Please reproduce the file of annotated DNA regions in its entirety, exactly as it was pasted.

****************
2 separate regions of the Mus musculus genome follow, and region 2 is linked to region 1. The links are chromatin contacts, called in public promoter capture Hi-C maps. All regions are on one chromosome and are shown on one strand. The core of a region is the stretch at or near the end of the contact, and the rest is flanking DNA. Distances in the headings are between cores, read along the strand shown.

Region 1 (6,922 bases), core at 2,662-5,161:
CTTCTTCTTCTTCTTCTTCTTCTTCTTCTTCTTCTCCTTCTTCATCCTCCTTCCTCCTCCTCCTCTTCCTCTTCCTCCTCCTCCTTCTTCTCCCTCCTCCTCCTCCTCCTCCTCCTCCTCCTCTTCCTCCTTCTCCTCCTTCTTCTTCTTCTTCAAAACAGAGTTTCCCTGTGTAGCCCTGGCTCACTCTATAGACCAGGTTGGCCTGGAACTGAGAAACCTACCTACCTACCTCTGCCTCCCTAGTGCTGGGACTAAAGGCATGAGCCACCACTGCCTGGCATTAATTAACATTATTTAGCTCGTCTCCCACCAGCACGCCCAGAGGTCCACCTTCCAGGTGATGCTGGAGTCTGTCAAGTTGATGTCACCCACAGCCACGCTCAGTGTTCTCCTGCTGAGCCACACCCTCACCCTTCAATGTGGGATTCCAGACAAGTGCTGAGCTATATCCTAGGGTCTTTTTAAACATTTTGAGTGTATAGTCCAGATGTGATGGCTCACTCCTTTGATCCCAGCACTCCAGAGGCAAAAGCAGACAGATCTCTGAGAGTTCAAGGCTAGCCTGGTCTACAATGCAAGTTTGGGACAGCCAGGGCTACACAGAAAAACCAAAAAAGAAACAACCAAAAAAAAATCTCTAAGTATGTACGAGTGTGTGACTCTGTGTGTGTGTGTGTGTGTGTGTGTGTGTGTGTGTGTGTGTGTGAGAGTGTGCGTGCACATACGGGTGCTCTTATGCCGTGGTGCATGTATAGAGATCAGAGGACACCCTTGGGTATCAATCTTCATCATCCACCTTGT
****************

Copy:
2 separate regions of the Mus musculus genome follow, and region 2 is linked to region 1. The links are chromatin contacts, called in public promoter capture Hi-C maps. All regions are on one chromosome and are shown on one strand. The core of a region is the stretch at or near the end of the contact, and the rest is flanking DNA. Distances in the headings are between cores, read along the strand shown.

Region 1 (6,922 bases), core at 2,662-5,161:
CTTCTTCTTCTTCTTCTTCTTCTTCTTCTTCTTCTCCTTCTTCATCCTCCTTCCTCCTCCTCCTCTTCCTCTTCCTCCTCCTCCTTCTTCTCCCTCCTCCTCCTCCTCCTCCTCCTCCTCCTCTTCCTCCTTCTCCTCCTTCTTCTTCTTCTTCAAAACAGAGTTTCCCTGTGTAGCCCTGGCTCACTCTATAGACCAGGTTGGCCTGGAACTGAGAAACCTACCTACCTACCTCTGCCTCCCTAGTGCTGGGACTAAAGGCATGAGCCACCACTGCCTGGCATTAATTAACATTATTTAGCTCGTCTCCCACCAGCACGCCCAGAGGTCCACCTTCCAGGTGATGCTGGAGTCTGTCAAGTTGATGTCACCCACAGCCACGCTCAGTGTTCTCCTGCTGAGCCACACCCTCACCCTTCAATGTGGGATTCCAGACAAGTGCTGAGCTATATCCTAGGGTCTTTTTAAACATTTTGAGTGTATAGTCCAGATGTGATGGCTCACTCCTTTGATCCCAGCACTCCAGAGGCAAAAGCAGACAGATCTCTGAGAGTTCAAGGCTAGCCTGGTCTACAATGCAAGTTTGGGACAGCCAGGGCTACACAGAAAAACCAAAAAAGAAACAACCAAAAAAAAATCTCTAAGTATGTACGAGTGTGTGACTCTGTGTGTGTGTGTGTGTGTGTGTGTGTGTGTGTGTGTGTGTGTGAGAGTGTGCGTGCACATACGGGTGCTCTTATGCCGTGGTGCATGTATAGAGATCAGAGGACACCCTTGGGTATCAATCTTCATCATCCACCTTGT